A report today claims that people using the O2 network to browse the internet on the go may be revealing their personal details to website owners - without ever knowing it.
So what are the risks?
The risksThe Guardian has warned that many of the UK's 2.2 million O2 users could be inadvertently revealing their telephone numbers when they browse the web.
A certain amount of information is always sent when you browse using your phone. It is forwarded automatically to the website owner, so they are able to format the site to suit your handset. There is always some additional information packaged with this data, but in this instance it appears that the mobile phone number has been included.
The risk is that once websites have these numbers, they could be used to market direct to people's phones, either by cold-calling or texting. This in itself doesn't break any laws, although clearly users would be outraged to find they were being left vulnerable like this. And if users are browsing sites with a less ethical approach to doing business, there is no knowing how they might choose to use the information.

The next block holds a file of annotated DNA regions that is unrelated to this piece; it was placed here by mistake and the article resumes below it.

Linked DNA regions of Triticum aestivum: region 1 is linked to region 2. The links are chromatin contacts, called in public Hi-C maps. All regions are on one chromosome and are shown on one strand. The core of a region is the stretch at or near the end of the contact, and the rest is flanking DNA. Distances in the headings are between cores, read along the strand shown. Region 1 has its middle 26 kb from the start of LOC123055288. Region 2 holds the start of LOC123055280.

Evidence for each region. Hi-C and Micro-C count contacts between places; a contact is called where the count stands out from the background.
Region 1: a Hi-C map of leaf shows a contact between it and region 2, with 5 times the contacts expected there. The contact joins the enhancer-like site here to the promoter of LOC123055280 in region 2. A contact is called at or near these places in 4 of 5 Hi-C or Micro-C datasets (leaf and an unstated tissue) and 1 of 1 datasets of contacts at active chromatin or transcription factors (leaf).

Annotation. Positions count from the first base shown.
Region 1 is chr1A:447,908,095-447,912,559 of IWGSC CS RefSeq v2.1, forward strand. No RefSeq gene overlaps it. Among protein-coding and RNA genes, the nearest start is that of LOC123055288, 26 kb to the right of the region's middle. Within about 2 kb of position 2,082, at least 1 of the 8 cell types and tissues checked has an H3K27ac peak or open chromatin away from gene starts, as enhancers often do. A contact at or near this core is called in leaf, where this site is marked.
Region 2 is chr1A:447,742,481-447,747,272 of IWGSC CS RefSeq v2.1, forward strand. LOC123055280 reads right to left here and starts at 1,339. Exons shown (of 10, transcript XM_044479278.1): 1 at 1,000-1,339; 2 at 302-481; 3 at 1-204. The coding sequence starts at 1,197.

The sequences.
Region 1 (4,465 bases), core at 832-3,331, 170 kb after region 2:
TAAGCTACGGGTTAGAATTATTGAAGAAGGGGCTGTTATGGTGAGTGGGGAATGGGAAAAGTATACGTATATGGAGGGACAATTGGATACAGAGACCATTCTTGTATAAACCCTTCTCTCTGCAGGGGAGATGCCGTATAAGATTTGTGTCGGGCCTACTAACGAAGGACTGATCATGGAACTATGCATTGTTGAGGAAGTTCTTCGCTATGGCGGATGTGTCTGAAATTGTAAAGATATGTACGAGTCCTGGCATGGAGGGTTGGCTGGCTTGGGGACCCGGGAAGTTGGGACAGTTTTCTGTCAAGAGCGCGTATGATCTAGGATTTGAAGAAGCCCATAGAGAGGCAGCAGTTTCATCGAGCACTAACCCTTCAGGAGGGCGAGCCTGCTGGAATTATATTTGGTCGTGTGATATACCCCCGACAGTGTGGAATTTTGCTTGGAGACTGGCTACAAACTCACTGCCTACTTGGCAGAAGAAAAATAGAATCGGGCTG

Check your phoneThe newspaper reported that the data breach was identified by a London programmer, who was looking into how to identify whether a website's users were logging on through their mobile phones. He alerted the newspaper, which has now contacted the mobile phone company. O2 is said to be investigating what is happening and why the number is being forwarded.
So what can you do?
The good news is that people on other networks don't seem to be affected by the glitch. Blackberry users on O2 are safe too, possibly because of the system the handset uses to connect to websites - which differs from other types of phones.
If you want to check if your number is being forwarded the programmer who discovered the error has set up a website to enable you to detect whether your number is forwarded, so you can test your phone here.